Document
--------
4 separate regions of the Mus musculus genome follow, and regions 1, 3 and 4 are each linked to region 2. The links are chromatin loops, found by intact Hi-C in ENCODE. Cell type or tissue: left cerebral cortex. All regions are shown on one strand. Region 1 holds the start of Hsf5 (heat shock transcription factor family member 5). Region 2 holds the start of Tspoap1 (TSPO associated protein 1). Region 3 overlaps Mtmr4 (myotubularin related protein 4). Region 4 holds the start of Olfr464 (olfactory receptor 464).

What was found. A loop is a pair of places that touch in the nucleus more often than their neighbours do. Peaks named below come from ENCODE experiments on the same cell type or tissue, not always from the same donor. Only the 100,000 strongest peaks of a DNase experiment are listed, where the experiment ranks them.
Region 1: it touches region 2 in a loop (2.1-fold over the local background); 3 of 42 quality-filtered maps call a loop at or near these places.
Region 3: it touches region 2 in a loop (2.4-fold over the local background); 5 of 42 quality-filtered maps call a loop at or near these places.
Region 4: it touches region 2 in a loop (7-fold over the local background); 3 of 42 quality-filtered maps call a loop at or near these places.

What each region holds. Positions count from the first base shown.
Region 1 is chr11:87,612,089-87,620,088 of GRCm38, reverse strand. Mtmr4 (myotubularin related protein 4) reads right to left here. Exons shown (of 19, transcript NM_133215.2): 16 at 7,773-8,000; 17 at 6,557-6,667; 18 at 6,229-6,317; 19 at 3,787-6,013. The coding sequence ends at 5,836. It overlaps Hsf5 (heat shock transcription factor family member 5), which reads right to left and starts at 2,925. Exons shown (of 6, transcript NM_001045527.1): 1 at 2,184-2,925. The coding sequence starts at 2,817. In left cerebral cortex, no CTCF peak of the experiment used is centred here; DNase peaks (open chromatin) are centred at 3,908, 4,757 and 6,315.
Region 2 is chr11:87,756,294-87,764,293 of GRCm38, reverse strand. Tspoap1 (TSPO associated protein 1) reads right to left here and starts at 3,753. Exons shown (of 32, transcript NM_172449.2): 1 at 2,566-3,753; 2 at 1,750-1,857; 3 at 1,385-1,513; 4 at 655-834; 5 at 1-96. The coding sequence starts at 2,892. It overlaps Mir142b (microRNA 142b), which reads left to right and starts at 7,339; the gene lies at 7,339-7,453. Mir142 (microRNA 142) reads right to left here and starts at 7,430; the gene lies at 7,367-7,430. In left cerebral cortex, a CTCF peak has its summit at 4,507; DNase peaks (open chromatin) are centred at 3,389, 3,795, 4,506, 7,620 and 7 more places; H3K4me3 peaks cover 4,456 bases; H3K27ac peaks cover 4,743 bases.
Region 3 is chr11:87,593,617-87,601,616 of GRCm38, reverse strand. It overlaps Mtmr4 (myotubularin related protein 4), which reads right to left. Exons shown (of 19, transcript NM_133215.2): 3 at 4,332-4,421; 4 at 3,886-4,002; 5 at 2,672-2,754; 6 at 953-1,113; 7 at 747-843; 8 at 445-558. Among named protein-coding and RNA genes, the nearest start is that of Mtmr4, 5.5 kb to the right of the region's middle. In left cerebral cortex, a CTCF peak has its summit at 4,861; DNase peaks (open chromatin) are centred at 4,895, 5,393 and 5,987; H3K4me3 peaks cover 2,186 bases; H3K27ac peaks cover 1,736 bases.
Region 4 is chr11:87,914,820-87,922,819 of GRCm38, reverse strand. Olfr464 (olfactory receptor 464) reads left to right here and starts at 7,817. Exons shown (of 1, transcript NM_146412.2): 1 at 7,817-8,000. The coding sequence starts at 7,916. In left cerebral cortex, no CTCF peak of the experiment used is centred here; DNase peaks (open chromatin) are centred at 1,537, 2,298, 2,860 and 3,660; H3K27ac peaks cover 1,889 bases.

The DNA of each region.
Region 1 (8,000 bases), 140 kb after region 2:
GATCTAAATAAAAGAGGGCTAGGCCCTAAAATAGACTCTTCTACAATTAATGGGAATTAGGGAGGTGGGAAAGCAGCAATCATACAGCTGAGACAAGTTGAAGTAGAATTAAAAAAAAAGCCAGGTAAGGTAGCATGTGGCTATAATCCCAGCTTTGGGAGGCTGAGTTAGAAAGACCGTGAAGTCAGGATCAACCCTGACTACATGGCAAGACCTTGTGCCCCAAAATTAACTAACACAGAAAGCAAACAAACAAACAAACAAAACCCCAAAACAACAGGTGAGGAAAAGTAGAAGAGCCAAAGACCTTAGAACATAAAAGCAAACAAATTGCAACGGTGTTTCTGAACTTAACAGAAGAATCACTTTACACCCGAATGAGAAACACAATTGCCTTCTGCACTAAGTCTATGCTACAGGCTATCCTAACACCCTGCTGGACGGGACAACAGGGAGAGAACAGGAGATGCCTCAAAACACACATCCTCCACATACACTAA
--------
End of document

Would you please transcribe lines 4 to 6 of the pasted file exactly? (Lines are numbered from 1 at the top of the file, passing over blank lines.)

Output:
Region 3: it touches region 2 in a loop (2.4-fold over the local background); 5 of 42 quality-filtered maps call a loop at or near these places.
Region 4: it touches region 2 in a loop (7-fold over the local background); 3 of 42 quality-filtered maps call a loop at or near these places.

What each region holds. Positions count from the first base shown.